A news report from 9 News Central West in Australia, reported on a very unusual occurrence to have happened during their current ongoing drought.
A family of farmers, in a bid to cope with the extremely warm weather and provide for their stock, dug up silage which was 23 years old. Farmer Andrew Bowman was only ten-years-old when his family buried the large quantity of silage, in two huge silage pits covered with sand.
The pits were filled with 1,500 bales of Ryegrass and they should have remained underground for longer, though worsening drought conditions during the ‘Big Dry’ forced the family to dig up the crop.
“When this was put down, Andrew’s dad said I am putting it in for the next generation, I won’t be pulling it out. But here we are pulling it out,” said Andrew’s mother Pamela.
The family farm in Dunedoo, a small village in South West Australia and they say they have always focused on fodder conservation.
“My grandfather always had excess feed. Made it in the paddock and stored in the paddock and fed it out when he had to.” said Brian Bowman.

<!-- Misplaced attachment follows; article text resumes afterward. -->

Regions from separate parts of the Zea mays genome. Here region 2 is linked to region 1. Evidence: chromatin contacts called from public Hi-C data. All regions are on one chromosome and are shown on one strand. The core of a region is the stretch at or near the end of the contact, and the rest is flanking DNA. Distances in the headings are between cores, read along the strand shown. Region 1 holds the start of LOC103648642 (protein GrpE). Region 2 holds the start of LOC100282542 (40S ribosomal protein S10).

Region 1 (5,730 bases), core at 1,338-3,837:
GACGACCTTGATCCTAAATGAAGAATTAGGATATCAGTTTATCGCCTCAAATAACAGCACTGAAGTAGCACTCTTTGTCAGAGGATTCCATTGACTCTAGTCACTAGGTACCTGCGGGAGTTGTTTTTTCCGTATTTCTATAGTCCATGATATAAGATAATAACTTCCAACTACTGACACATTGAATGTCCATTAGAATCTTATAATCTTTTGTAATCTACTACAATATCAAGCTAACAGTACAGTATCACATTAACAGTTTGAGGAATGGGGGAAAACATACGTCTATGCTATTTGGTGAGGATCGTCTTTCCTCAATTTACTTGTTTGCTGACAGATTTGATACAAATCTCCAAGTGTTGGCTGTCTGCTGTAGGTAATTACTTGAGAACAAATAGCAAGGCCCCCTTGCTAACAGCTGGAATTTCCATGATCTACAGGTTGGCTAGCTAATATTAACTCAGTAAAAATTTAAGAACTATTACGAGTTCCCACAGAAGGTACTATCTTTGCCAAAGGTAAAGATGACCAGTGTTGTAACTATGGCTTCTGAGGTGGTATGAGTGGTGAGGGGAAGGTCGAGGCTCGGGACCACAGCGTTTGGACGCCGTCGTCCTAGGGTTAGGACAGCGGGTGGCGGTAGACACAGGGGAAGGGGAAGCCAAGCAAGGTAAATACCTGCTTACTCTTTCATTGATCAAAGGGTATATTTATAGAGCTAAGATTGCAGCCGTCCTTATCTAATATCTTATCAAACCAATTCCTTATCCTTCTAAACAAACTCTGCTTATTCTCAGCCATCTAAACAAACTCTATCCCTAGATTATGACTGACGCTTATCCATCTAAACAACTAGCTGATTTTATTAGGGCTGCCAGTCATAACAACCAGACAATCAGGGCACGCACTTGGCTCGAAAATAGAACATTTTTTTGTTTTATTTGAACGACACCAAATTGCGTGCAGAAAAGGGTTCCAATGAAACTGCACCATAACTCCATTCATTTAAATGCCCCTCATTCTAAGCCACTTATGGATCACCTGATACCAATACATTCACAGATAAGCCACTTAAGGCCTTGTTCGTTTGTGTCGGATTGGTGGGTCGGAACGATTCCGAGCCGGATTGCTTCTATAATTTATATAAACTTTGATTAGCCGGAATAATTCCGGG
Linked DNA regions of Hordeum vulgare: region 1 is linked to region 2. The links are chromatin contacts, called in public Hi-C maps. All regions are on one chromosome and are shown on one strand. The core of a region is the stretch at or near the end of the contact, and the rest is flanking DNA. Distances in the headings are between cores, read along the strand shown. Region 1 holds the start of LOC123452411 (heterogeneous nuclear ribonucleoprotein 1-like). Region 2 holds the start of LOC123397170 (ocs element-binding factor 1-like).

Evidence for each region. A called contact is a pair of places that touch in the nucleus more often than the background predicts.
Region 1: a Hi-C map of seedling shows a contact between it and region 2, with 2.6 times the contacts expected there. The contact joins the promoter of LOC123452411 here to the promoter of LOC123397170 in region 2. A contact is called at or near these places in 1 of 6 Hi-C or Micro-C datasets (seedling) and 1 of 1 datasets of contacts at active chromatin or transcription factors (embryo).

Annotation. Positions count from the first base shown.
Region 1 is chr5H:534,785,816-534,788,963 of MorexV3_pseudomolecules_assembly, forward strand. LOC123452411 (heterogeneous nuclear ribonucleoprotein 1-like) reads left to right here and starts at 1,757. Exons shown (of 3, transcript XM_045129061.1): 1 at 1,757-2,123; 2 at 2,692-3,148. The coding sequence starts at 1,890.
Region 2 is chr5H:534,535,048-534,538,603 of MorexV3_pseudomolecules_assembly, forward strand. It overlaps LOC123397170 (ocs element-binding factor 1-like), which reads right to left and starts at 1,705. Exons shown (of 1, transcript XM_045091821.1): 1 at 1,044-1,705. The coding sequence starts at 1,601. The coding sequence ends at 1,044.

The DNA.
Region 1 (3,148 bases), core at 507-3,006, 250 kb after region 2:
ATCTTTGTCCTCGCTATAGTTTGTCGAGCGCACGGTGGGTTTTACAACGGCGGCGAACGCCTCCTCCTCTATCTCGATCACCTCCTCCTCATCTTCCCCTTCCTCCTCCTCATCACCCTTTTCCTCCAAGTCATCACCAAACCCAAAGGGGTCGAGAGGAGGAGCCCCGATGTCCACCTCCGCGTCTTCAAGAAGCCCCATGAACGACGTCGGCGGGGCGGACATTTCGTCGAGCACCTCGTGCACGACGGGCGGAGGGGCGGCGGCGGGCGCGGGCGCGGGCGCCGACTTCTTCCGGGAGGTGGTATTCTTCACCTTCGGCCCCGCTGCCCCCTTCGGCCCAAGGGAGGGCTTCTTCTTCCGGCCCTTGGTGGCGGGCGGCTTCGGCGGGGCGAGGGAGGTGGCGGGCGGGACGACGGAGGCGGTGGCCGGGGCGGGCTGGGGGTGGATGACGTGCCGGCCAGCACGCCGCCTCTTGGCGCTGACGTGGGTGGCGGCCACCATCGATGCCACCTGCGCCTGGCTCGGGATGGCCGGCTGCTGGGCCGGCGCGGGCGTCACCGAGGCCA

The 23-year-old loosened silage is said to be extra sweet and is thoroughly enjoyed by the livestock.
“They absolutely love it. It is pretty difficult to get through the gate with them, without them trying to eat the tractor,”, said Andrew.
The family plan to continue their fodder conservation, by looking to build up another excess fodder supply for storage.
“If the season allows us to have an excess fodder supply...I will certainly, looking at how well this worked, look at putting it underground again”, Andrew concluded.